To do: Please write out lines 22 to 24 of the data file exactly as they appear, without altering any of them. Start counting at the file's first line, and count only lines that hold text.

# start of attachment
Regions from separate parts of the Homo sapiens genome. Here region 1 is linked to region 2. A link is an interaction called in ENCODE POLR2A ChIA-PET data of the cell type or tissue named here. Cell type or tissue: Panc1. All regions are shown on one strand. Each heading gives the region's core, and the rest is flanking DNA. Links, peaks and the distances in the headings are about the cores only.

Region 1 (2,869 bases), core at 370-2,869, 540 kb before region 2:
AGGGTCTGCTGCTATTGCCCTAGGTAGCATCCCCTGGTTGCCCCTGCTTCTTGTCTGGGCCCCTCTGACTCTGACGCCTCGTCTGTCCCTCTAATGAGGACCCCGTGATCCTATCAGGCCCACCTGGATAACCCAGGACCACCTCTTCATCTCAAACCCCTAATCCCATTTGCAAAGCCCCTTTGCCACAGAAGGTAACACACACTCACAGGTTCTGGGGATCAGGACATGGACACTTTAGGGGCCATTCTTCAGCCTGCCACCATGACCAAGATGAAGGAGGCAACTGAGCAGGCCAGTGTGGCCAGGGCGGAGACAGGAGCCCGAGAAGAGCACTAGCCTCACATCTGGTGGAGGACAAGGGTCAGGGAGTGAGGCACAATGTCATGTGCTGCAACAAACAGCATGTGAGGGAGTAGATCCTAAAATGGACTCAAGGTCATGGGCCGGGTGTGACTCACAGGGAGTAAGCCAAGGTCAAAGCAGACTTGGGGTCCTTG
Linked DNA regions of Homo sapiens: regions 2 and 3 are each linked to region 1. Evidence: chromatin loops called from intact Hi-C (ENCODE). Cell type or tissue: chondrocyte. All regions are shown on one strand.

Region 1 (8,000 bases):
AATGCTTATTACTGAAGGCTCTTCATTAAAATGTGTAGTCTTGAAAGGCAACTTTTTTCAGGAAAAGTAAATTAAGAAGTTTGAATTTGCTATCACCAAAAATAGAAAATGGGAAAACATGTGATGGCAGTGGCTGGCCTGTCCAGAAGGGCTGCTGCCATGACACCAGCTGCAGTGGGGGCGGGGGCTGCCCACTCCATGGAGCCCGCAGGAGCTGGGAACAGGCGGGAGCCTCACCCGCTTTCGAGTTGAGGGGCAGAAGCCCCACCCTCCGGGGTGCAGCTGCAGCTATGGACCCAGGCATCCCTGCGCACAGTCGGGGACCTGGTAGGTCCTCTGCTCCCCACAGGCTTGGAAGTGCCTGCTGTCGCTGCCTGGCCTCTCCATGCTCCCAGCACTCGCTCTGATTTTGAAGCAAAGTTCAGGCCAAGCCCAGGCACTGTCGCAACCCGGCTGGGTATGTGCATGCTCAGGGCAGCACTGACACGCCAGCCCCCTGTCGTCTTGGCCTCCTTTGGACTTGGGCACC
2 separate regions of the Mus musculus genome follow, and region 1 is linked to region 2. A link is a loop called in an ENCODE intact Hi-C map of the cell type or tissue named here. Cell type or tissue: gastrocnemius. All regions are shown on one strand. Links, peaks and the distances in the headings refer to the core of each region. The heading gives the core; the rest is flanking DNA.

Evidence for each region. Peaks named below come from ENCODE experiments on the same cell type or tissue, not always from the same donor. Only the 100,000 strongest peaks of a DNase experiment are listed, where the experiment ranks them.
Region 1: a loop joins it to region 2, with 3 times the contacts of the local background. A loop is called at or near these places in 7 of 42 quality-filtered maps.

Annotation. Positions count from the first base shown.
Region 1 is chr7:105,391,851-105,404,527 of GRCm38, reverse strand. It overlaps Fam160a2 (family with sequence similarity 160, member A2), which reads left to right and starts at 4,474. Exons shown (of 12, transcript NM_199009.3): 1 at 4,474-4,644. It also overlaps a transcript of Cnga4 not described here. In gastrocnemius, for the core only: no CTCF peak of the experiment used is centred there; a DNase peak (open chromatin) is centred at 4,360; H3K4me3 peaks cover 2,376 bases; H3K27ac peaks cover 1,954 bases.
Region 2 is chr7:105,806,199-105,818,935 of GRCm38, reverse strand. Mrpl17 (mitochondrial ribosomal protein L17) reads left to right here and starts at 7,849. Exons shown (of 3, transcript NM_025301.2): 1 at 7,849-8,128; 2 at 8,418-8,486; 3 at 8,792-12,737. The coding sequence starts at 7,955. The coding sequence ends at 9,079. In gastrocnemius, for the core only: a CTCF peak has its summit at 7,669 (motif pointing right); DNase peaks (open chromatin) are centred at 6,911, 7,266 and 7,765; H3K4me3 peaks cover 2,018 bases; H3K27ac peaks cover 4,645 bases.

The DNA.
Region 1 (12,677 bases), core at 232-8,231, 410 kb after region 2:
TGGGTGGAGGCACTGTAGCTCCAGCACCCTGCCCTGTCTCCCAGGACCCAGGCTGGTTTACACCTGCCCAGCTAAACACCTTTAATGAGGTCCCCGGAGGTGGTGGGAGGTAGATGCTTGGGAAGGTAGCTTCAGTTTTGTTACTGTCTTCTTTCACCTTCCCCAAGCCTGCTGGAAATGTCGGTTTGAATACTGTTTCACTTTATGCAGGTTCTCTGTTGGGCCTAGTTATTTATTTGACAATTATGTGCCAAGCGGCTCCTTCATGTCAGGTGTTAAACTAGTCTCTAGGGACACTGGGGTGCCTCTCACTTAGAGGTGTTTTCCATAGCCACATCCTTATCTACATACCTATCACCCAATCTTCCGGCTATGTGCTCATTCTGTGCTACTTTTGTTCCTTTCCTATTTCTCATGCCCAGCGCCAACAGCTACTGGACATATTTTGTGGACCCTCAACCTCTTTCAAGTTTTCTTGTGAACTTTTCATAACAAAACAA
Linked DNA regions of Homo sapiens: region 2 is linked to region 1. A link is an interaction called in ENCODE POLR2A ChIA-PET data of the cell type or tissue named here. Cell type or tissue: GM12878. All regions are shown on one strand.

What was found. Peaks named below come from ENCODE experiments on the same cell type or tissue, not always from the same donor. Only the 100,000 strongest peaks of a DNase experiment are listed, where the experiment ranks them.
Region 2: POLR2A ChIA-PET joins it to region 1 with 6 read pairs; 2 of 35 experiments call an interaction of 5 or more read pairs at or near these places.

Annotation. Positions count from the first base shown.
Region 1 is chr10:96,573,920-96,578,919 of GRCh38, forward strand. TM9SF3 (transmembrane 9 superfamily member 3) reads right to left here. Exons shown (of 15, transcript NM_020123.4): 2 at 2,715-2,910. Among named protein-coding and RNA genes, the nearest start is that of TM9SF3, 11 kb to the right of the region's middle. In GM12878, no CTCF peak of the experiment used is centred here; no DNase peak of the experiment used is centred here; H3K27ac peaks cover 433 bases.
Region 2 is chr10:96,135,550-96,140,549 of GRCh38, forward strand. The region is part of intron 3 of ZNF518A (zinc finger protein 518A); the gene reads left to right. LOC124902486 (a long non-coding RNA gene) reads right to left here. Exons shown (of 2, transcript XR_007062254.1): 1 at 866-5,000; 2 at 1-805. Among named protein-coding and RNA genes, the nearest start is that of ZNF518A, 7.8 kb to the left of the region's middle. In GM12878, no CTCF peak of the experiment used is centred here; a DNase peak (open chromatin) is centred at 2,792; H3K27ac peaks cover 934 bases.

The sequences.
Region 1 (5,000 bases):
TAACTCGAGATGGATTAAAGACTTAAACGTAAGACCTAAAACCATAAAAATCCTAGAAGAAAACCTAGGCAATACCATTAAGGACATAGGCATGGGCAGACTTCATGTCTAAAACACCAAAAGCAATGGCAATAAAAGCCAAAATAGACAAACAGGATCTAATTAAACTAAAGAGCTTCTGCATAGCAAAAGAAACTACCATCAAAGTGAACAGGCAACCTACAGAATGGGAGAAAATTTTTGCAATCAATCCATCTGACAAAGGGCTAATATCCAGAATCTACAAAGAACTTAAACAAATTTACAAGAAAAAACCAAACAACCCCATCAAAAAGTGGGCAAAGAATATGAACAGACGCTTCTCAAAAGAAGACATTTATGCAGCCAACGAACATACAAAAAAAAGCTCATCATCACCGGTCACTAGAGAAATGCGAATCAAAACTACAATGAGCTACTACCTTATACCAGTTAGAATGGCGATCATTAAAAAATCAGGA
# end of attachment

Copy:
The sequences.
Region 1 (5,000 bases):
TAACTCGAGATGGATTAAAGACTTAAACGTAAGACCTAAAACCATAAAAATCCTAGAAGAAAACCTAGGCAATACCATTAAGGACATAGGCATGGGCAGACTTCATGTCTAAAACACCAAAAGCAATGGCAATAAAAGCCAAAATAGACAAACAGGATCTAATTAAACTAAAGAGCTTCTGCATAGCAAAAGAAACTACCATCAAAGTGAACAGGCAACCTACAGAATGGGAGAAAATTTTTGCAATCAATCCATCTGACAAAGGGCTAATATCCAGAATCTACAAAGAACTTAAACAAATTTACAAGAAAAAACCAAACAACCCCATCAAAAAGTGGGCAAAGAATATGAACAGACGCTTCTCAAAAGAAGACATTTATGCAGCCAACGAACATACAAAAAAAAGCTCATCATCACCGGTCACTAGAGAAATGCGAATCAAAACTACAATGAGCTACTACCTTATACCAGTTAGAATGGCGATCATTAAAAAATCAGGA